Alleviating the top concerns of CFOs requires change modelling to steer investment towards creating an agile and secure business.
Welcome to Round-Up, a concise summary of my discussion topics, reviewing all three blogs from 2016’s Q1. From the Tuck-In section, you can access Q1 blogs directly, or catch up on all the salient points through the Take-Away section.
January’s blog, “Bridge the Gaps in Corporate Services to Succeed as CFO,” introduced the top concerns for CFOs in 2016 and presented a transformation model to guide investment towards alleviating those concerns. February’s blog, “Invest in Enabling Technology to Help Weather the Storm,” outlined the current economic climate and the need to embrace change, using the transformation model as a guide while also introducing enabling-technologies as a facilitator. March’s blog, “Mitigate Cyber Security Risk within Information Management,” placed an emphasis on how information management can assist in the mitigation of the cyber security concern and provide a solid platform to embrace digital transformation.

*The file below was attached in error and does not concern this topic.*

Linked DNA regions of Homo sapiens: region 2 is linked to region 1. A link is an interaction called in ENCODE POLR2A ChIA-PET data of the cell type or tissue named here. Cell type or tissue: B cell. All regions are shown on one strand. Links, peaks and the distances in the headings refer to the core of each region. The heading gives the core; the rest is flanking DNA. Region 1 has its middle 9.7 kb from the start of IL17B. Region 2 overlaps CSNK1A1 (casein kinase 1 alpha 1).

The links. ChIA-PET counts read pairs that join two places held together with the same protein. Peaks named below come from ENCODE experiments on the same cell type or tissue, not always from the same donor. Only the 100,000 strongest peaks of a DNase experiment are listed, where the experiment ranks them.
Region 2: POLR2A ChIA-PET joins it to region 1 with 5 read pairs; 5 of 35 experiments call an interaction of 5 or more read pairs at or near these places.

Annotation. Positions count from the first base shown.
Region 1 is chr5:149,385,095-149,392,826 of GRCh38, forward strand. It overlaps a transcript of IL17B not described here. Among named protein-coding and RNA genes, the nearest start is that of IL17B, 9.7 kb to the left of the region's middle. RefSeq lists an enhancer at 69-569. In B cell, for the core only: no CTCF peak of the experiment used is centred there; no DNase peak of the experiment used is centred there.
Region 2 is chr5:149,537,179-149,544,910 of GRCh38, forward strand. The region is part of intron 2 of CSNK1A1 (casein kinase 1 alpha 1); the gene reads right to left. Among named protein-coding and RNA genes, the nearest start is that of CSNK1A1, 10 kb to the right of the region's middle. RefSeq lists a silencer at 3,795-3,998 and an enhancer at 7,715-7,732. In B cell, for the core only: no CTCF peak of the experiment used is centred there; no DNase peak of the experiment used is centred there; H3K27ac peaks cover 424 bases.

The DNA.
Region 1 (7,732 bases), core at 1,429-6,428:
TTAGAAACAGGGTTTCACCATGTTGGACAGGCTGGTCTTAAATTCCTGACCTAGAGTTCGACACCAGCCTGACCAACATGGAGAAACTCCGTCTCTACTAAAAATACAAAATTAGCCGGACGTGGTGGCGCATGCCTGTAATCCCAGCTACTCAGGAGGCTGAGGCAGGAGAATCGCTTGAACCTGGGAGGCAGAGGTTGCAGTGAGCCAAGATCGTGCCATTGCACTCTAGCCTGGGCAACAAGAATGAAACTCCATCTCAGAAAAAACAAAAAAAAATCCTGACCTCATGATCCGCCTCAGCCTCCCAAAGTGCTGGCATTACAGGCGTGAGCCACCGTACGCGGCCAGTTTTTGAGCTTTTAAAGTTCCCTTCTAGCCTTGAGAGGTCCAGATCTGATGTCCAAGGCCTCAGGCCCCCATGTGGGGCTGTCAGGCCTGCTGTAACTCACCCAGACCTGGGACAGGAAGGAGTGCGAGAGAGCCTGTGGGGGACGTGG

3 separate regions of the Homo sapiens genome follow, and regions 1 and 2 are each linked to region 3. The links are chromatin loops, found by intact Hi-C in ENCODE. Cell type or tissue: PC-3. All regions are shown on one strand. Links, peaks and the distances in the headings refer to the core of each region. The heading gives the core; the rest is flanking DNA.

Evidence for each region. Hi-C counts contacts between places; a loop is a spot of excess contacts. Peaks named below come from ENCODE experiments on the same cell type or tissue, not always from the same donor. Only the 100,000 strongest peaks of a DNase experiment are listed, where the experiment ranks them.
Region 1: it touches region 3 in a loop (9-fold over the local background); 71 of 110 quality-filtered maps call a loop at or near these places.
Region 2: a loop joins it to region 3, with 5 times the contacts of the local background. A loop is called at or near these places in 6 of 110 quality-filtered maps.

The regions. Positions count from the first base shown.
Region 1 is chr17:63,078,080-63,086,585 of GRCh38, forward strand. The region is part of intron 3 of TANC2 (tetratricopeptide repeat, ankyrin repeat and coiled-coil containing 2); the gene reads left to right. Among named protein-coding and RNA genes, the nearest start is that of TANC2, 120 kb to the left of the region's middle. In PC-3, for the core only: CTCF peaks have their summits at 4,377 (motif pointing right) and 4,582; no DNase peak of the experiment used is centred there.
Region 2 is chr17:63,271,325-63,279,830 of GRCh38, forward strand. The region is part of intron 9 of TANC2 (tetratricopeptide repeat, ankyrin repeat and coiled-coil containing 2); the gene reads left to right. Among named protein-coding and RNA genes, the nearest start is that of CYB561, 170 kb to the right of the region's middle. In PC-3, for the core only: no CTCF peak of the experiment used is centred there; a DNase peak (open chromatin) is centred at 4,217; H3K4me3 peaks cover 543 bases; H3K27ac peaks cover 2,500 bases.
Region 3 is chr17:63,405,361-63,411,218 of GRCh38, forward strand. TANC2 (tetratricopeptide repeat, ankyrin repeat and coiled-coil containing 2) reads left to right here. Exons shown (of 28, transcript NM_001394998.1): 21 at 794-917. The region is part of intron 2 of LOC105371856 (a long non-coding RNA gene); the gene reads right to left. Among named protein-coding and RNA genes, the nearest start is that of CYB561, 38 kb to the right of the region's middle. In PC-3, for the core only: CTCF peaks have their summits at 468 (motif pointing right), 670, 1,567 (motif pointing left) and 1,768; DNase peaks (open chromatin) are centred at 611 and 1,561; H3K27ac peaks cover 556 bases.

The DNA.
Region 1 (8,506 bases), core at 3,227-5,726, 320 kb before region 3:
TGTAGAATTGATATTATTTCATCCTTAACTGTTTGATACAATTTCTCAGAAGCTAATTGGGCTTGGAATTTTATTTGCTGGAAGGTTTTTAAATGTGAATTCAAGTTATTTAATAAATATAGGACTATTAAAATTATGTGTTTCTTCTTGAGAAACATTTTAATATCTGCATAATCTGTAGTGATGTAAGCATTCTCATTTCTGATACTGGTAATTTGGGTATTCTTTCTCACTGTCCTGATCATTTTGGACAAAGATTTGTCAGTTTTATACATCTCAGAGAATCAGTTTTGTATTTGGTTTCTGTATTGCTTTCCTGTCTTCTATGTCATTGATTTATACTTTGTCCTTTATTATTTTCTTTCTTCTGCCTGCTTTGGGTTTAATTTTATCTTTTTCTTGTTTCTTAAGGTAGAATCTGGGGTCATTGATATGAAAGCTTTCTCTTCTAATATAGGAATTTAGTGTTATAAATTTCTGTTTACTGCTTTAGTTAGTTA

The top five concerns for CFOs in 2016 are margin and earnings performance, followed by cyber security, strategic planning, forecasting and budgeting. It is the belief by CEOs that these concerns be addressed using an increased breadth of functional control by the CFO to leverage improvements in staff development, data and technology. Accommodating this increased scope will require a change to existing structures for all corporate services functions, and optimising the output from this change will require an investment structure. Considering the fragility of the current global economic climate, the investment structure should enhance a company’s resilience to market forces by facilitating an intelligence-led, flexible model. In order to be intelligence-led, the model should be grounded by appropriate technology that supports, and is part of, an information management strategy. With the investment model in place, and the breadth of scope under ownership and control, the remainder of the information management strategy should be to enhance data quality and security to provide information for decision-making and to complete the picture for an agile and secure business.
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